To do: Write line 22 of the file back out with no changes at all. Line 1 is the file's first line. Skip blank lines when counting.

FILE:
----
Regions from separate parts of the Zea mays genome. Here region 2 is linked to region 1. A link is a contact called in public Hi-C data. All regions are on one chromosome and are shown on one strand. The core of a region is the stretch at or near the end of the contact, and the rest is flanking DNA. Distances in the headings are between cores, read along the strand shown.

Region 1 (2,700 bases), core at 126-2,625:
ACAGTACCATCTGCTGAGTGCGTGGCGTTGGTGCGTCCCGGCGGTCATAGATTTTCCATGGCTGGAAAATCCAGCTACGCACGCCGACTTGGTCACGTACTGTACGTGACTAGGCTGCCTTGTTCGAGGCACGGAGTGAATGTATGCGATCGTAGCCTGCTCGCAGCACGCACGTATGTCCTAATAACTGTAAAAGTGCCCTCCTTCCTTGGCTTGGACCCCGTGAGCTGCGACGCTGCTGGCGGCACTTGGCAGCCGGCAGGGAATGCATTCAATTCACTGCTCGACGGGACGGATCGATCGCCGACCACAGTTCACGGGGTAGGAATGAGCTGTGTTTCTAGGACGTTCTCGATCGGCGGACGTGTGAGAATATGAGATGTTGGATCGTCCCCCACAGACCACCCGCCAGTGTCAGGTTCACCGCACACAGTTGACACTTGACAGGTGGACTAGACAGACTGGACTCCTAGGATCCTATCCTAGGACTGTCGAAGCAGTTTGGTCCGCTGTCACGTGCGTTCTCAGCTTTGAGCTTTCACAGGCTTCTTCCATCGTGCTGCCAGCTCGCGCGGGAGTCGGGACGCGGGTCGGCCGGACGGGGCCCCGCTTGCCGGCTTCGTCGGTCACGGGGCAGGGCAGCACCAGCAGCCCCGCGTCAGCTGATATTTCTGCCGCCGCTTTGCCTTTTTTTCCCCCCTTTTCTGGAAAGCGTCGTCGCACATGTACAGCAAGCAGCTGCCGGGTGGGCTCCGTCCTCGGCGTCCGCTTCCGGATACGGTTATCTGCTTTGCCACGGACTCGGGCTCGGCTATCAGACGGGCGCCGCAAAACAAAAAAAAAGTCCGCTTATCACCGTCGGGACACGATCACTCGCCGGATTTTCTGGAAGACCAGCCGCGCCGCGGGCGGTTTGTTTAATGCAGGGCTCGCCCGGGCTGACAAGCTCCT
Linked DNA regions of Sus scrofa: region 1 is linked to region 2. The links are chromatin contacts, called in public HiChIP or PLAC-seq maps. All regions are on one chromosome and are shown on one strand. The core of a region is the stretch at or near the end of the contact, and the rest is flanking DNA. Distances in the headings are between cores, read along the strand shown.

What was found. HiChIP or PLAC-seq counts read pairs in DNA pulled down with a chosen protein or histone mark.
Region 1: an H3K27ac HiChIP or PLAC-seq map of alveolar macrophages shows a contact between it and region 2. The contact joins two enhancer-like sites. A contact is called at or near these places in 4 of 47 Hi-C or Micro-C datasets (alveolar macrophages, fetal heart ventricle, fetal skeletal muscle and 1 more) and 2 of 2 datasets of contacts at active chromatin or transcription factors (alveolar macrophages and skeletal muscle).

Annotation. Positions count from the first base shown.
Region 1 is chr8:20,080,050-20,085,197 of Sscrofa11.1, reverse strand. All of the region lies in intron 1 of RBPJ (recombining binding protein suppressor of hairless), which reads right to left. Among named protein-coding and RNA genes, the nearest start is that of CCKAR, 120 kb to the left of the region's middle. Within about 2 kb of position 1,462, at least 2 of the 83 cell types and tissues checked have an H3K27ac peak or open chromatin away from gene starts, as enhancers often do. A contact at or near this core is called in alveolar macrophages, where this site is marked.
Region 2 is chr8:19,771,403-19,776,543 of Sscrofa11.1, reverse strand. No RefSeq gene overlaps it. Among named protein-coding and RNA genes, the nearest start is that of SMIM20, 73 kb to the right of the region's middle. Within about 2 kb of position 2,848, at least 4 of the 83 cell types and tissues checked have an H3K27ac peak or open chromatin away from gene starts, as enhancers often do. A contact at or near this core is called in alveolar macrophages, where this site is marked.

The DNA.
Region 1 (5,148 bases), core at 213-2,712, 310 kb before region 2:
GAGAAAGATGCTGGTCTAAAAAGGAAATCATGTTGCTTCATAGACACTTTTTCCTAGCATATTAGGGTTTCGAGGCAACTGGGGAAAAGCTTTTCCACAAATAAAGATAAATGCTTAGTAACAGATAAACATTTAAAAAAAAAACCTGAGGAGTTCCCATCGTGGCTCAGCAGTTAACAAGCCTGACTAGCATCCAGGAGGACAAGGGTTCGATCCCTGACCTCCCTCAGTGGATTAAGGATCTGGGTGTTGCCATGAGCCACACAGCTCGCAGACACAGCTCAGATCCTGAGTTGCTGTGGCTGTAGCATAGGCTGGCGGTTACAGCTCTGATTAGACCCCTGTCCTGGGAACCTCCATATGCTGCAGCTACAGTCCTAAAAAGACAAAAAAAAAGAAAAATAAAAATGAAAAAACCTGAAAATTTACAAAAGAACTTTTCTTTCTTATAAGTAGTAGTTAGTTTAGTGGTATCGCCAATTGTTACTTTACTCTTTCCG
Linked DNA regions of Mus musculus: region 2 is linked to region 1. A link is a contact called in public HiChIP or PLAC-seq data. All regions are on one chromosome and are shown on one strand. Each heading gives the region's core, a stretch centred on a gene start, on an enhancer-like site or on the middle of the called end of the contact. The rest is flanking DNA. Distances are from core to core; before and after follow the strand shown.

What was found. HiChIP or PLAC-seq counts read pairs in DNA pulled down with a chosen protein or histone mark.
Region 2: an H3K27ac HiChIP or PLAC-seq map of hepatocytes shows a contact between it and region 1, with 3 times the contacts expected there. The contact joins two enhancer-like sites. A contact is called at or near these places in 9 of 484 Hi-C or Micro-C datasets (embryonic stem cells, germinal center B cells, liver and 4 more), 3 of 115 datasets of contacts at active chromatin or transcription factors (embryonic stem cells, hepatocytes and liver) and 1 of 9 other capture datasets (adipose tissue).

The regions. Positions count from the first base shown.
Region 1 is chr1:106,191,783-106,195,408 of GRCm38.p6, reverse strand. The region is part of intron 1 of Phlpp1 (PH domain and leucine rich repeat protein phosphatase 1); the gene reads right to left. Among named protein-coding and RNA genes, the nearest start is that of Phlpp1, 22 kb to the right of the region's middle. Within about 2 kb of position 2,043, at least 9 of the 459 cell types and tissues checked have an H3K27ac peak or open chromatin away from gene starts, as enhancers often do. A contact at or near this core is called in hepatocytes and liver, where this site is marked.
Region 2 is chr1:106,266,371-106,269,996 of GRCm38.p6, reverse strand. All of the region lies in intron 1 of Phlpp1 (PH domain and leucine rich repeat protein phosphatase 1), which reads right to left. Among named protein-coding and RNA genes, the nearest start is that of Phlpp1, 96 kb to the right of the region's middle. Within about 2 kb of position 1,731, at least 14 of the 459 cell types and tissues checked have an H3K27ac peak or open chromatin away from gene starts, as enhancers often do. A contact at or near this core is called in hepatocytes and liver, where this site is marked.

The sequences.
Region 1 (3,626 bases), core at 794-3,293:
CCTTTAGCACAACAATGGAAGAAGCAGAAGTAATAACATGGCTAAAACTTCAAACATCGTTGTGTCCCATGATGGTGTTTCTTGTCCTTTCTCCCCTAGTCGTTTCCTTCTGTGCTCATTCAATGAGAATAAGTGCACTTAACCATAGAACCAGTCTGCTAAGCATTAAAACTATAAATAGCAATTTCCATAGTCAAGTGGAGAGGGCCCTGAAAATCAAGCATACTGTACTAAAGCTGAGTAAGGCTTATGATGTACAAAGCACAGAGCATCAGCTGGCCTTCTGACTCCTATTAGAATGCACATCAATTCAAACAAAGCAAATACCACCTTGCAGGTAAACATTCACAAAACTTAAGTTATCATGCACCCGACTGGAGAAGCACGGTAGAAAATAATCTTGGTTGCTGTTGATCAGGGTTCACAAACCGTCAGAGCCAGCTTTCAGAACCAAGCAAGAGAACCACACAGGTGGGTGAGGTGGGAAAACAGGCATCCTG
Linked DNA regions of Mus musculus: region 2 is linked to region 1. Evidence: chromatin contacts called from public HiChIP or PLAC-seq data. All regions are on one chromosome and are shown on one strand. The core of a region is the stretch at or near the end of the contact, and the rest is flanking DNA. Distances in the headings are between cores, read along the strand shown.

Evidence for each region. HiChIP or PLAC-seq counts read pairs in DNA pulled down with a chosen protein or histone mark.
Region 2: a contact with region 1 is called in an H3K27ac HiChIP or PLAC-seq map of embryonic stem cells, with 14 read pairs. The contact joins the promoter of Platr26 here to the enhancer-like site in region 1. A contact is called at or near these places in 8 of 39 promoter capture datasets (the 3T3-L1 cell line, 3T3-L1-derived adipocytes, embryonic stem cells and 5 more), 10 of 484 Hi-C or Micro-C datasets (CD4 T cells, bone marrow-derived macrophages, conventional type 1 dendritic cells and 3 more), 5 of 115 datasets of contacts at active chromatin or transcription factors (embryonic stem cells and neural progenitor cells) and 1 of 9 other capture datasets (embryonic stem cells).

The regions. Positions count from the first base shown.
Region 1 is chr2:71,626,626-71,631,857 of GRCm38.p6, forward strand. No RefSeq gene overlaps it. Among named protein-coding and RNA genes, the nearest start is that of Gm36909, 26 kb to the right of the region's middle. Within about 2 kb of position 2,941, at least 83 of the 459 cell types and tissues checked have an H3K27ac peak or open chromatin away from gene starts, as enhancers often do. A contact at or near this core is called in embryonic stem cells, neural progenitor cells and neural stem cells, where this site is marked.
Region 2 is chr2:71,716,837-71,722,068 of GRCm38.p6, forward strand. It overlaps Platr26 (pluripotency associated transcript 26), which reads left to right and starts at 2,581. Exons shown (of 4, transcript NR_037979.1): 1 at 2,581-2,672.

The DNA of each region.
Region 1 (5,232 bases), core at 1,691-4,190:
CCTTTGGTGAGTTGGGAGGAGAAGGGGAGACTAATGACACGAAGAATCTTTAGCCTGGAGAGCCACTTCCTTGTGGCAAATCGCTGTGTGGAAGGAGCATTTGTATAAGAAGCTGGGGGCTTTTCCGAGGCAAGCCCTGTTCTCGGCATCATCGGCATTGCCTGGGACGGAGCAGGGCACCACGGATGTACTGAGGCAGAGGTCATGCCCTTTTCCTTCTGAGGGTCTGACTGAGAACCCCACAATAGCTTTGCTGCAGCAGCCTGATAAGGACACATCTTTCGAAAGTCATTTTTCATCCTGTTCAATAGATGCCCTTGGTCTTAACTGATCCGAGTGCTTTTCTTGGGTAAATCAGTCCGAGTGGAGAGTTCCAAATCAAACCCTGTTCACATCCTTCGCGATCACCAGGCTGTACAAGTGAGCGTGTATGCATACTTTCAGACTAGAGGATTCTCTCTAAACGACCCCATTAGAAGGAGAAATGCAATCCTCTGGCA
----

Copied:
Linked DNA regions of Mus musculus: region 2 is linked to region 1. Evidence: chromatin contacts called from public HiChIP or PLAC-seq data. All regions are on one chromosome and are shown on one strand. The core of a region is the stretch at or near the end of the contact, and the rest is flanking DNA. Distances in the headings are between cores, read along the strand shown.